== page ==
Music Troubles

The argument of secular vs. Gospel and whether Christians should abstain from listening to Secular music is well know, but what about questionable Gospel?


Music is a hard hitting subject amongst most devout Christians. I've had friends write posts on music and the importance of Christians listening to wholesome music. I even wrote a post on music censorship on my personal blog. Music plays a huge role in our lives and it has been documented (as I'm sured you've experienced) that music has a direct effect on a person's mood. I used to label certain music as "dark"—now I tend to use the word "hollow" instead—though I can't exactly describe what about the music sparks that decision. There's something about these songs that feel empty, like all life has been drained from them and they're just devoid.
Photocredit: Hiller
It's the type of music I imagine playing in the background as someone who has completely lost themselves shoots up cocaine, or something. There are other songs that are "warm"; they bring a smile to my face no matter what is happening and I feel happiness radiating from the song. In this post I wanted to talk about what the Bible tells us about music, what certain denominations teach about music, and point out some flaws even in Gospel music.

The Bible on Music

While the Bible mentions music, singing, and instruments often, it doesn't specify anything about genres of music. We see cases where music is associated with idolatry (e.g. Daniel 3:5-7), but usually it is used to describe worshiping God. Music is a welcome part of His worship and the Bible makes no distinctions between genres of music. The simple conclusion is that music honoring God is good music and music dishonoring God is bad music.

Bible Verses

The Bible says a lot about music, here are just a few of the many verses that mention music, singing or instruments.
  • Genesis 4:21
  • Exodus 15:1
  • 1 Samuel 18:6
  • 1 Chronicles 15:16
  • 1 Chronicles 16:42
  • 2 Chronicles 5:13
  • 2 Chronicles 7:6
  • 2 Chronicles 23:13
  • 2 Chronicles 34:12
  • Nehemiah 12:36
  • Psalm 71:23
  • Psalm 95:1
  • Ecclesiastes 2:8
  • Ecclesiastes 12:4
  • Lamentations 3:63
  • Lamentations 5:14
  • Daniel 3:5
  • Daniel 3:7
  • Daniel 3:10
  • Daniel 3:15
  • Daniel 6:18
  • Amos 6:5
  • Luke 15:25
  • Ephesians 5:19
  • Hebrews 2:12
  • Revelation 18:22


Denominational Teachings

Some churches forbid followers to listen to secular music. The church of my youth (Missionary Baptist) forbade instruments other than the piano and organ; when they replaced our piano with a keyboard, we were forbidden to use settings other than the piano setting in our songs. A great article on thinking about what type of music you listen to was authored by Bogdan Kipko. Though I have yet to find a specific statement from a denomination that says secular music is forbidden, many traditional churches teach this. For instance, I have attended "new" Baptist churches (a Baptist church with a relatively young congregation) that play Gospel Hip Hop in their services, whereas my church wouldn't even let us add a drumbeat to "The Little Drummer Boy" when I was growing up. It is definitely a point of contention amongst believers, and each church will tell you something different.

Personal Thoughts on Music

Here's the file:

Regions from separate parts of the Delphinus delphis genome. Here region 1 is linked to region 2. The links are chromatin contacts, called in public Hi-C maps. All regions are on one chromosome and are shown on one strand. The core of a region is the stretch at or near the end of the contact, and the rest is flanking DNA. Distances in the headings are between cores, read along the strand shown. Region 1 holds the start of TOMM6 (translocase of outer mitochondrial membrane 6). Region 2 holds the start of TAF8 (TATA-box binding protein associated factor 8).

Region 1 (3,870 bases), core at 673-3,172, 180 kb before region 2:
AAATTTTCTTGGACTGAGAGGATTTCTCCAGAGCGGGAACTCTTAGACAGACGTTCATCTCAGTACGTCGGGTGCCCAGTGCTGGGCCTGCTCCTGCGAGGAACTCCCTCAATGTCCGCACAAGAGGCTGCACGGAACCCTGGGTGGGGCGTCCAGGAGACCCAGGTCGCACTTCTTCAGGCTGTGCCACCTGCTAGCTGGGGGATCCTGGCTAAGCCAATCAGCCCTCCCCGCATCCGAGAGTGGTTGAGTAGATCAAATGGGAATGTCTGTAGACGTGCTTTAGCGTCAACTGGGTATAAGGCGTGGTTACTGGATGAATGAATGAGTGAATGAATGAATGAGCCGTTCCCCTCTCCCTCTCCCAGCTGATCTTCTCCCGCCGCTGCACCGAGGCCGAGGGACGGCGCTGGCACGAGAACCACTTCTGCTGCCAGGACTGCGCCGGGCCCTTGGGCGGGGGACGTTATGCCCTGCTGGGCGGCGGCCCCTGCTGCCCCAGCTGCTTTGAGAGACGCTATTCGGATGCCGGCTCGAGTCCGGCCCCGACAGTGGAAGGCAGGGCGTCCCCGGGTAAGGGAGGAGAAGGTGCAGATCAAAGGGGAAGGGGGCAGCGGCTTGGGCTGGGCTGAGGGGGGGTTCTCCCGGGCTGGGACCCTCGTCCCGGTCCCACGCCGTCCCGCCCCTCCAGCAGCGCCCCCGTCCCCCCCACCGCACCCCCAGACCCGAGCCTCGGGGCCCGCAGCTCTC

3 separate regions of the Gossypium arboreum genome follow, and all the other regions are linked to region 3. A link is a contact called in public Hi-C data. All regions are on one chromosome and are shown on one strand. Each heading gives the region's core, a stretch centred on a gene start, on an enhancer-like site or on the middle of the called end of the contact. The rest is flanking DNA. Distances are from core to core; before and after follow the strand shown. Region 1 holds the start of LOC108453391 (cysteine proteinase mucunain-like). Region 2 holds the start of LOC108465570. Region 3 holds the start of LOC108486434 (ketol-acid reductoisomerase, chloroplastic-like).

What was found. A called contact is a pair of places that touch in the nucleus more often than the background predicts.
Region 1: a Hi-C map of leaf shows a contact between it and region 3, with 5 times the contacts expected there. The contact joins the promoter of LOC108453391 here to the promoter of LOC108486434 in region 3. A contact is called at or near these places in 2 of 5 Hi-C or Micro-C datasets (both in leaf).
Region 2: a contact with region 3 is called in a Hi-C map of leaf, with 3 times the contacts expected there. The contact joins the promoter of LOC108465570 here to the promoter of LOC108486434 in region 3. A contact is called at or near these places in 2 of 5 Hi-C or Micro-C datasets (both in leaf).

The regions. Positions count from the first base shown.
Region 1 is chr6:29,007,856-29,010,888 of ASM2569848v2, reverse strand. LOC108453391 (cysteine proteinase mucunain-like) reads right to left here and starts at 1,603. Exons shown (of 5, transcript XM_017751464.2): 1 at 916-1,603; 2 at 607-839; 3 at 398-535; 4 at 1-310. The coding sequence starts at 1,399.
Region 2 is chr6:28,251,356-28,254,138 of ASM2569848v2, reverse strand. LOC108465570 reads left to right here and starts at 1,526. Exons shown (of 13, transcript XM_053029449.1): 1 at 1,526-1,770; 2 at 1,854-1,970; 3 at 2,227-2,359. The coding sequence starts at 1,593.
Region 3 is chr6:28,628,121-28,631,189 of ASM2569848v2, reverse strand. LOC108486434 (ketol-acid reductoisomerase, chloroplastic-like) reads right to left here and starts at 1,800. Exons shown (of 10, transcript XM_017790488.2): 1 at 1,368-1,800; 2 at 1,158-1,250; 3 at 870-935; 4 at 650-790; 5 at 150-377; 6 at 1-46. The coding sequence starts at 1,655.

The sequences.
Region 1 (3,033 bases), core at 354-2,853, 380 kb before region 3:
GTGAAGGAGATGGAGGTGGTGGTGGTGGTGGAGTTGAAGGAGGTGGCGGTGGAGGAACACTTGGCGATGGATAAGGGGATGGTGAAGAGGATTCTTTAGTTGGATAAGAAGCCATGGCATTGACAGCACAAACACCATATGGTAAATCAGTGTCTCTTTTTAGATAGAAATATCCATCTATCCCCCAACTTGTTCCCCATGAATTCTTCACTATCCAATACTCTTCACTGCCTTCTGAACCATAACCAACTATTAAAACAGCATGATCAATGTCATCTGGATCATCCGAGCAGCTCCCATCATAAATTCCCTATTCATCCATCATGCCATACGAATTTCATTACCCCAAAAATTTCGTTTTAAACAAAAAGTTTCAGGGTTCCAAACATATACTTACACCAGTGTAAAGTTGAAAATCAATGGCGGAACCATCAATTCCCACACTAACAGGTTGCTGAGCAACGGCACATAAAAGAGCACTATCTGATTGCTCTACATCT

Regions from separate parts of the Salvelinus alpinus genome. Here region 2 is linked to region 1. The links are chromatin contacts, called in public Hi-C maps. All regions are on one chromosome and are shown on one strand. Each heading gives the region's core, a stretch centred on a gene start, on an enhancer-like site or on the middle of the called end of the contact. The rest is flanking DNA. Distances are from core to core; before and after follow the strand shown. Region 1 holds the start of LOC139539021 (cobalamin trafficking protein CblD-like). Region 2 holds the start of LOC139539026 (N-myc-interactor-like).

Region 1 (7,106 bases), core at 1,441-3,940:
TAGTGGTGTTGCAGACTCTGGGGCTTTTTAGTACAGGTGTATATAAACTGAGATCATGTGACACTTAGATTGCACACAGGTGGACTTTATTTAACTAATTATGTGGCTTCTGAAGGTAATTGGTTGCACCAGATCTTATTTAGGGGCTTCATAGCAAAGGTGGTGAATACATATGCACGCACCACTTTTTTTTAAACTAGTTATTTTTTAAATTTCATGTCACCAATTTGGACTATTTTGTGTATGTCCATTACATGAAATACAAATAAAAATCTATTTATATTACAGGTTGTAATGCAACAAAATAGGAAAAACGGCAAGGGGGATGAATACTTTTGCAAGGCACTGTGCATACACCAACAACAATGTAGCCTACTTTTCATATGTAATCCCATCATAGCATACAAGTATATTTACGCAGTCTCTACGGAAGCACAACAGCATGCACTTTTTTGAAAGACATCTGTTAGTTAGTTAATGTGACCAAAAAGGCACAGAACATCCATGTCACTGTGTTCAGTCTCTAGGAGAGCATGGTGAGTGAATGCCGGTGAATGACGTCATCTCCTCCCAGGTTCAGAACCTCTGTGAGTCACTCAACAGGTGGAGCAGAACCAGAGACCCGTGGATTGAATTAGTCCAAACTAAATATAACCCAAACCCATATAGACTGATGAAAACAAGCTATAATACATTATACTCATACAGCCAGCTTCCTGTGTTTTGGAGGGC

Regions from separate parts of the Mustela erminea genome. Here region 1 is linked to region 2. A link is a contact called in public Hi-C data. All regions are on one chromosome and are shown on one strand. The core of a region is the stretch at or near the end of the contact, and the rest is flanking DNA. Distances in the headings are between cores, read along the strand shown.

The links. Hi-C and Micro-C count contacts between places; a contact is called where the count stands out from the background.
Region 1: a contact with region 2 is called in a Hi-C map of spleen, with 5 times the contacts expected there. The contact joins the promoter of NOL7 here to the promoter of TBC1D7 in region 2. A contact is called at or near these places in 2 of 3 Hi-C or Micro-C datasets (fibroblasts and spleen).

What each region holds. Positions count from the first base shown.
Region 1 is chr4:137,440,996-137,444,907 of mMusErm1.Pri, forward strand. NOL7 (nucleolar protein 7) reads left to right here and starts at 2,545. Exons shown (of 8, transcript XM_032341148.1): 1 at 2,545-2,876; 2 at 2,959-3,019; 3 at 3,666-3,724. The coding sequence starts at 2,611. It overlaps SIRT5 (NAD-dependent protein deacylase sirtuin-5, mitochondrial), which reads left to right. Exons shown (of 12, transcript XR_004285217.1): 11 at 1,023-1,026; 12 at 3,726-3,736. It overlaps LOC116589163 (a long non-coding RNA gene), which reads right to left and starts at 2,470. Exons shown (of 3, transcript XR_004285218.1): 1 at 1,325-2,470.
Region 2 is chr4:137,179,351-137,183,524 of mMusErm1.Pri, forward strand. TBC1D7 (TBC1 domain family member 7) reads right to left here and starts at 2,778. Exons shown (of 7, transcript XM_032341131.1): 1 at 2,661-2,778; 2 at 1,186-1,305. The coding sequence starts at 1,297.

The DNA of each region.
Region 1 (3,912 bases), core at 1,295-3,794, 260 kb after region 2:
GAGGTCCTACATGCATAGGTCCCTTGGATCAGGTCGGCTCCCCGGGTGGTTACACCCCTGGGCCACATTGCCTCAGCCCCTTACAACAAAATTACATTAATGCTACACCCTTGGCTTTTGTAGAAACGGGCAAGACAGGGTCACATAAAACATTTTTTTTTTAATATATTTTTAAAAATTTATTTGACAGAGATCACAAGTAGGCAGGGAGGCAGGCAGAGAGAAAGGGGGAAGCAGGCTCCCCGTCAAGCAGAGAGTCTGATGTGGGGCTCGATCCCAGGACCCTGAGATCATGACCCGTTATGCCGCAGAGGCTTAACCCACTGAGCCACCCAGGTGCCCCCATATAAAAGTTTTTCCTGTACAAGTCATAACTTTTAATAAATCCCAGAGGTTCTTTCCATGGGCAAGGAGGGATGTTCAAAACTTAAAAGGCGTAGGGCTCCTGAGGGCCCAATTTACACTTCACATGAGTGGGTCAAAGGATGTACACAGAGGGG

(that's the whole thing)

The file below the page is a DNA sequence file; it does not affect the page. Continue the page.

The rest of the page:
As theomusicologist points out in his article "Afrobeats v. "Secular Music"," how we define secular music changes the perception of this topic tremendously. Most agree that anything you hear from the Billboard top 40 is probably secular—this generally includes Pop, Rock, Hip-Hop, R&B, and occasionally Country. But what about music that is generally instrumental, such as classical (e.g. Beethoven) or jazz (e.g. Louis Armstrong). In addition to including genres that are typically instrumental, one has to also wonder about the range of expression within a genre. Take Lauryn Hill's "Doo Wop (That Thing)" or Lyfe Jennings' "S.E.X.," both of which warn about the responsibilities and consequences of sex and promiscuous lifestyles (though Doo Wop definitely has language that some might find offensive, it is man that made these words vulgar). On the other end of the spectrum you have songs like Usher's "Lil' Freak" or Beyoncé's "Partition". This spectrum exists with many secular music genres, especially when you take into account that Contemporary Gospel is often not actually a separate genre, but merely a subset of a genre with Christian lyrics. For example, the music of Yolanda Adams or Mary Mary, is a blend of R&B, Hip Hop, and Gospel—just like Lauryn Hill, Lyfe Jennings, Usher, and Beyoncé. The only difference is what's being said. Similarly, I have instrumental versions of hymns, some of which are in the style of jazz, others more classical. Personally, I try to take music as it comes; I have music from almost every genre in my iTunes collection, though there are definitely songs in the collection that I don't listen to anymore. There are genres, like bluegrass, that simply don't appeal to me regardless of what the artist is saying, and other genres like Hip-Hop that if I'm not careful I will definitely sing along to ungodly music. There are a wide range of hurdles to be jumped when taking songs as they come. Many will label a whole genre as garbage (such is the case with Hip-Hop), but there is almost always something good inside each genre—the question is how much junk are you going to have to subject yourself to before you find it. There are artists who are consistently wholesome, artists who teeter on the line, and artists who are always vulgar. Then on top of the lyrical content of the music, there's the character of the person singing the songs. I don't become a diehard fan of artists and read every interview, tweet, etc. the artist has, but young children (and some adults) are highly influenced by what their favorite artists do. There are countless videos of people imitating artists, countless comments and tweets where people "attack" people for "attacking" an artist, and on Halloween, many will dress up as their favorite artist. This means that even if they're producing wholesome music, there is risk for prople who are prone to idolatry and celebrity influence (think of all the kids who listened to Hannah Montana when Miley Cyrus decided she couldn't be tamed).